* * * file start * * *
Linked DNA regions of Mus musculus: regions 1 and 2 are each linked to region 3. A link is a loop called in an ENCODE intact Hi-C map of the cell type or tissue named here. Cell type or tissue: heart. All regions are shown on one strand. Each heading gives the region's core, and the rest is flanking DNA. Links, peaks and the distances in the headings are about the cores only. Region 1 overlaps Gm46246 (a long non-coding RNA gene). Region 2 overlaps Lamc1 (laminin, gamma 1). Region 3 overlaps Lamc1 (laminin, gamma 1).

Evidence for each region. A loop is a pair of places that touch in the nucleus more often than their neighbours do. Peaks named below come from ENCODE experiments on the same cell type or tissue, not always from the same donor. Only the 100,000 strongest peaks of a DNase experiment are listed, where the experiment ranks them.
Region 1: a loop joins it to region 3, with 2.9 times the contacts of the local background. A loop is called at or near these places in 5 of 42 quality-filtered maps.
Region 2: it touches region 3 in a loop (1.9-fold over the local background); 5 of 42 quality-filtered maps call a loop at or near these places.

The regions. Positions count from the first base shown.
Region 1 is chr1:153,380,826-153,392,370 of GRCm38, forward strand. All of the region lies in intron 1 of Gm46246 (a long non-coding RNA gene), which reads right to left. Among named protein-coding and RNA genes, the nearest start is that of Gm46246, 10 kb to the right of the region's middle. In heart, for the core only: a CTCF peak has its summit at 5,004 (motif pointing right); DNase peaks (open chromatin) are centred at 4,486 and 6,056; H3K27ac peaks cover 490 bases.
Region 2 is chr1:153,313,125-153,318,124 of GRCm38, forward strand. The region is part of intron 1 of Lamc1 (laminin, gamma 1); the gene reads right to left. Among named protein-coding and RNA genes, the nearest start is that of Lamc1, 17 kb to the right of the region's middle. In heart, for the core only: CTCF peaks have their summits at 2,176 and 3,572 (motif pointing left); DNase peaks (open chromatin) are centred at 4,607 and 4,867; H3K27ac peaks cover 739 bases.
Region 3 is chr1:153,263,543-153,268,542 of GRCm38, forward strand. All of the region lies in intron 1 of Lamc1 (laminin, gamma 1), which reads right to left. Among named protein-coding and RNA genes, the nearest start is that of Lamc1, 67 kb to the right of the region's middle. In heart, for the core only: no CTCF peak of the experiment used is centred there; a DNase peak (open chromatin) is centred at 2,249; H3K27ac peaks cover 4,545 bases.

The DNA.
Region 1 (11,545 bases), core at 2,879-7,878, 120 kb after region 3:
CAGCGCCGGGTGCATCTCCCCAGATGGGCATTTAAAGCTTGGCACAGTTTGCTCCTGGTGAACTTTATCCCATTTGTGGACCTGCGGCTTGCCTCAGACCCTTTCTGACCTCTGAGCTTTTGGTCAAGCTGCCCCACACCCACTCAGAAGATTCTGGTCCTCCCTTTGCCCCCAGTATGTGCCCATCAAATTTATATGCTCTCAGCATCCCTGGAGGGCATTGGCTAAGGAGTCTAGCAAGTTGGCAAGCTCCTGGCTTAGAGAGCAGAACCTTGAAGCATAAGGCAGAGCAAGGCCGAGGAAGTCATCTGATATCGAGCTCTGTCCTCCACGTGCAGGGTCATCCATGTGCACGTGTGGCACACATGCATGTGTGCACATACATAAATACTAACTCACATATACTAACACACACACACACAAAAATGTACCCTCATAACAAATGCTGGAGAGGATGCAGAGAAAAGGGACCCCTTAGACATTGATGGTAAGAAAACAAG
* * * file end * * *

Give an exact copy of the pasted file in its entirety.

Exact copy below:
Linked DNA regions of Mus musculus: regions 1 and 2 are each linked to region 3. A link is a loop called in an ENCODE intact Hi-C map of the cell type or tissue named here. Cell type or tissue: heart. All regions are shown on one strand. Each heading gives the region's core, and the rest is flanking DNA. Links, peaks and the distances in the headings are about the cores only. Region 1 overlaps Gm46246 (a long non-coding RNA gene). Region 2 overlaps Lamc1 (laminin, gamma 1). Region 3 overlaps Lamc1 (laminin, gamma 1).

Evidence for each region. A loop is a pair of places that touch in the nucleus more often than their neighbours do. Peaks named below come from ENCODE experiments on the same cell type or tissue, not always from the same donor. Only the 100,000 strongest peaks of a DNase experiment are listed, where the experiment ranks them.
Region 1: a loop joins it to region 3, with 2.9 times the contacts of the local background. A loop is called at or near these places in 5 of 42 quality-filtered maps.
Region 2: it touches region 3 in a loop (1.9-fold over the local background); 5 of 42 quality-filtered maps call a loop at or near these places.

The regions. Positions count from the first base shown.
Region 1 is chr1:153,380,826-153,392,370 of GRCm38, forward strand. All of the region lies in intron 1 of Gm46246 (a long non-coding RNA gene), which reads right to left. Among named protein-coding and RNA genes, the nearest start is that of Gm46246, 10 kb to the right of the region's middle. In heart, for the core only: a CTCF peak has its summit at 5,004 (motif pointing right); DNase peaks (open chromatin) are centred at 4,486 and 6,056; H3K27ac peaks cover 490 bases.
Region 2 is chr1:153,313,125-153,318,124 of GRCm38, forward strand. The region is part of intron 1 of Lamc1 (laminin, gamma 1); the gene reads right to left. Among named protein-coding and RNA genes, the nearest start is that of Lamc1, 17 kb to the right of the region's middle. In heart, for the core only: CTCF peaks have their summits at 2,176 and 3,572 (motif pointing left); DNase peaks (open chromatin) are centred at 4,607 and 4,867; H3K27ac peaks cover 739 bases.
Region 3 is chr1:153,263,543-153,268,542 of GRCm38, forward strand. All of the region lies in intron 1 of Lamc1 (laminin, gamma 1), which reads right to left. Among named protein-coding and RNA genes, the nearest start is that of Lamc1, 67 kb to the right of the region's middle. In heart, for the core only: no CTCF peak of the experiment used is centred there; a DNase peak (open chromatin) is centred at 2,249; H3K27ac peaks cover 4,545 bases.

The DNA.
Region 1 (11,545 bases), core at 2,879-7,878, 120 kb after region 3:
CAGCGCCGGGTGCATCTCCCCAGATGGGCATTTAAAGCTTGGCACAGTTTGCTCCTGGTGAACTTTATCCCATTTGTGGACCTGCGGCTTGCCTCAGACCCTTTCTGACCTCTGAGCTTTTGGTCAAGCTGCCCCACACCCACTCAGAAGATTCTGGTCCTCCCTTTGCCCCCAGTATGTGCCCATCAAATTTATATGCTCTCAGCATCCCTGGAGGGCATTGGCTAAGGAGTCTAGCAAGTTGGCAAGCTCCTGGCTTAGAGAGCAGAACCTTGAAGCATAAGGCAGAGCAAGGCCGAGGAAGTCATCTGATATCGAGCTCTGTCCTCCACGTGCAGGGTCATCCATGTGCACGTGTGGCACACATGCATGTGTGCACATACATAAATACTAACTCACATATACTAACACACACACACACAAAAATGTACCCTCATAACAAATGCTGGAGAGGATGCAGAGAAAAGGGACCCCTTAGACATTGATGGTAAGAAAACAAG